The simple man, the rustic man, the one who occupies the happy medium between the cannibal brute and the polite Pharisee; that is the man of nature. — (Corrective to the Revolution, 1793)
There is an anti-civilization element here, as well as an emphasis on simplicity—douce médiocrité—and a rejection of everything not ultimately close to nature—or Nature—conceived in fundamentally pastoral terms. References to a clearly Arcadian Golden Age are common in the works, and the conditions of that age are treated as at least close to attainable, provided we give each other the requisite space, find purpose in our families and allow our patriarchs to rule.
As a body of work, these writings on simplicity are perhaps not so simple. While the preoccupations remain roughly the same throughout, they are addressed in a variety of ways, through a variety of literary genres. There are tales, short plays, parables, poems, manifestos, fake “psalms” and philosophical essays. Individual collections often contain multiple works that address key concerns from different perspectives. Key episodes and proposals are repeated. It is a remarkable enough set of texts that I might be tempted to translate a good chunk of it, even if there was not an anarchist history lesson to be learned.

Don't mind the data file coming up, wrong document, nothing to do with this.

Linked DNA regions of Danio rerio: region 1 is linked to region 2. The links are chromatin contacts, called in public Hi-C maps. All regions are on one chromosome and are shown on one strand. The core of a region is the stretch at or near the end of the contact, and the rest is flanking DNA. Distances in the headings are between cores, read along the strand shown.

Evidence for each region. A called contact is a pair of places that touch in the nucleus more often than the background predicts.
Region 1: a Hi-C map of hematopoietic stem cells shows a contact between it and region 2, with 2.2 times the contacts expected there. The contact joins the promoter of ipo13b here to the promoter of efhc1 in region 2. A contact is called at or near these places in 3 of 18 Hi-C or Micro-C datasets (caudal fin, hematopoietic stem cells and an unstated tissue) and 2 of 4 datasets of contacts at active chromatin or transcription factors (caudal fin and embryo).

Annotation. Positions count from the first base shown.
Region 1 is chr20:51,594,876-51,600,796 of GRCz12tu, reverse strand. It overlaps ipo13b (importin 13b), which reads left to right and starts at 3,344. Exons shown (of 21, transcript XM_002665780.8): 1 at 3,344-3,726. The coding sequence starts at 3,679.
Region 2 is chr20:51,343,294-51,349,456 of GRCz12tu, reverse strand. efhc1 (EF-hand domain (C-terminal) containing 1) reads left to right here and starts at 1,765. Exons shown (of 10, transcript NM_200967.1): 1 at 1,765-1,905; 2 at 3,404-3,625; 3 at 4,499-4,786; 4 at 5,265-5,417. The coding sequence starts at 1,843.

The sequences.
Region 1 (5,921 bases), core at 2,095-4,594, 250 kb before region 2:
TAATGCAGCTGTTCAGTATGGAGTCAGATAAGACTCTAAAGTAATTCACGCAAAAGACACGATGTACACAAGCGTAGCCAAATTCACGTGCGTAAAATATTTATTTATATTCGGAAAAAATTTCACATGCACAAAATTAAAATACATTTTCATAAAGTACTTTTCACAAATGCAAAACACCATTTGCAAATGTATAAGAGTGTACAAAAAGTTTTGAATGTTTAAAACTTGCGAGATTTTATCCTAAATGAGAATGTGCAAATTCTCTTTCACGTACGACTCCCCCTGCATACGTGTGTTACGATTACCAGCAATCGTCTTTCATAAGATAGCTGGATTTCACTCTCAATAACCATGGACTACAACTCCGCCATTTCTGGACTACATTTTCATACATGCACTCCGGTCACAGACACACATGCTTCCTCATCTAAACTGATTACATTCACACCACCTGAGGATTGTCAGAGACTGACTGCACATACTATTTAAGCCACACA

There is, however, a lesson to be learned. The close (but no cigar) resemblance of Maréchal’s work to anarchism makes it an interesting foil for works that really do seem to qualify for that designation. For example, much of what we find in the work quite closely resembles a certain caricature of Proudhon’s thought. (The extent to which some of resemblances are not the product of caricature is something that also needs to be explored.) But we might also note resemblances to some of conservative elements in Lewis Masquerier’s writings.